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Math Help - uniform continuity

  1. #1
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    uniform continuity

    Show that the function  f: (0,2) \to \bold{R} defined by  f(x) := 1/x is not uniformly continuous. I want to show this using the following corollary: Let  X be a subset of  \bold{R} , let  f: \bold{X} \to \bold{R} be a uniformly continuous function, and let  x_0 be an adherent point of  X . Then  \lim_{x \to x_{0}: x \in \bold{X}} f(x) exists and is a real number.

    So  0 is an adherent point of  X = (0,2) , because  [0- \varepsilon, 0+ \varepsilon] contains a point of  X for every  \varepsilon > 0 (its probably assumed that  0 < \varepsilon < 1 ). And  \lim_{x \to 0; x \in \bold{X}} f(x) does not exist, which implies that  f(x) is not uniformly continuous. I used the contrapositive of the corollary.

    Is this correct?
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  2. #2
    Grand Panjandrum
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    Quote Originally Posted by particlejohn View Post
    Show that the function  f: (0,2) \to \bold{R} defined by  f(x) := 1/x is not uniformly continuous. I want to show this using the following corollary: Let  X be a subset of  \bold{R} , let  f: \bold{X} \to \bold{R} be a uniformly continuous function, and let  x_0 be an adherent point of  X . Then  \lim_{x \to x_{0}: x \in \bold{X}} f(x) exists and is a real number.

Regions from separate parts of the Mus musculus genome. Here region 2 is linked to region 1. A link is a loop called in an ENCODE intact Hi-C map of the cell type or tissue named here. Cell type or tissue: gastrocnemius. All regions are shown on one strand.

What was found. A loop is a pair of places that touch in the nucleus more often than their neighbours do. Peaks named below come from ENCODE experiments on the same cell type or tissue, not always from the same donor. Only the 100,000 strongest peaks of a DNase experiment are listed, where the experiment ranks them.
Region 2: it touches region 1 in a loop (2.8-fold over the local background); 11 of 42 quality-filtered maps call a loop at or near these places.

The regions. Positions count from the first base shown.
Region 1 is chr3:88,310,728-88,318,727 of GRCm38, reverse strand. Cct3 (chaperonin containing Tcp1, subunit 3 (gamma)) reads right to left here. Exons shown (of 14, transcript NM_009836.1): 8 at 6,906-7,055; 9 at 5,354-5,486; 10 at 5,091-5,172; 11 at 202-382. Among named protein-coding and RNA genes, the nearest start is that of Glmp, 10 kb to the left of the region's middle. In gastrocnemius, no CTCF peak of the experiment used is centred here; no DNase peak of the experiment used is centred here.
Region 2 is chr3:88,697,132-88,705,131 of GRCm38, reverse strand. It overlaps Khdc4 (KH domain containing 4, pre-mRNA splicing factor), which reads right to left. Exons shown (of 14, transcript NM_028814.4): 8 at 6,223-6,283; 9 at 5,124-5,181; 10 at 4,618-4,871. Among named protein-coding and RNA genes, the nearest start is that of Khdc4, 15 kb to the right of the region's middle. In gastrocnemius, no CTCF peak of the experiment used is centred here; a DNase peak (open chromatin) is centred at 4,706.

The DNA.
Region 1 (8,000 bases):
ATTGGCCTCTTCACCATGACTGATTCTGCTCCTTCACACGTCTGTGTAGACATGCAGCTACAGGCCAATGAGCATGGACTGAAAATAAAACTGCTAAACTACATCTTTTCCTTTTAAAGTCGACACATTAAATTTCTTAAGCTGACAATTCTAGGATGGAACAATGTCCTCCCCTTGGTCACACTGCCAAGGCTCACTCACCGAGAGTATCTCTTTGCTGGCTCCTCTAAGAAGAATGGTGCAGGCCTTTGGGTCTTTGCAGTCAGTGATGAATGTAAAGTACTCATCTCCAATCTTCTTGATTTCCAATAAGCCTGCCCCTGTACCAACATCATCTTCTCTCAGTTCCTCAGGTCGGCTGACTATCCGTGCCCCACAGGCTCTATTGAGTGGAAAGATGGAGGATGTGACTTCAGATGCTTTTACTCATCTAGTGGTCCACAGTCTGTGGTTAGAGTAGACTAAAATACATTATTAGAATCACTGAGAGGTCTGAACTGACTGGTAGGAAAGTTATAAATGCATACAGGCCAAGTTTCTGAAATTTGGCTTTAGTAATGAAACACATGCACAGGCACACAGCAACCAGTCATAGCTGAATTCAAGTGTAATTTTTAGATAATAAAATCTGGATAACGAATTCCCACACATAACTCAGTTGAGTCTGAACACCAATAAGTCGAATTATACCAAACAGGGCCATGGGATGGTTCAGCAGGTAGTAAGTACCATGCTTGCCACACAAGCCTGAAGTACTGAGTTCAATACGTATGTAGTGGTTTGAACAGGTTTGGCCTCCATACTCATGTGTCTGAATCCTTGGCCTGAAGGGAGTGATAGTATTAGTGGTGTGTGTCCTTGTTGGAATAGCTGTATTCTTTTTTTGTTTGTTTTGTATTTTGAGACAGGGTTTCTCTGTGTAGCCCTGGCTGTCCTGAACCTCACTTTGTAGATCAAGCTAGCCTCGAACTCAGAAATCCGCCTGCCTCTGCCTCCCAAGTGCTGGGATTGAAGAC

So  0 is an adherent point of  X = (0,2) , because  [0- \varepsilon, 0+ \varepsilon] contains a point of  X for every  \varepsilon > 0 (its probably assumed that  0 < \varepsilon < 1 ). And  \lim_{x \to 0; x \in \bold{X}} f(x) does not exist, which implies that  f(x) is not uniformly continuous. I used the contrapositive of the corollary.

    Is this correct?
    Yes, but you need more carefull wording, something like:

    Assume f(x) is uniformly continuous, then by the corrolarly

     \lim_{x \to 0: x \in \bold{X}} f(x)=c; \ \ c \in \mathbb{R},\ \ \ \ \ ...(1)

    that is the limit exists and is a real number as  0 is an adherent point of  X = (0,2) .

    But

     \lim_{x \to 0: x \in \bold{X}} f(x) =\infty

    which contradicts (1), hence the assumption that f(x) is uniformly continuous is false and f(x) is not uniformly continuous.

    RonL
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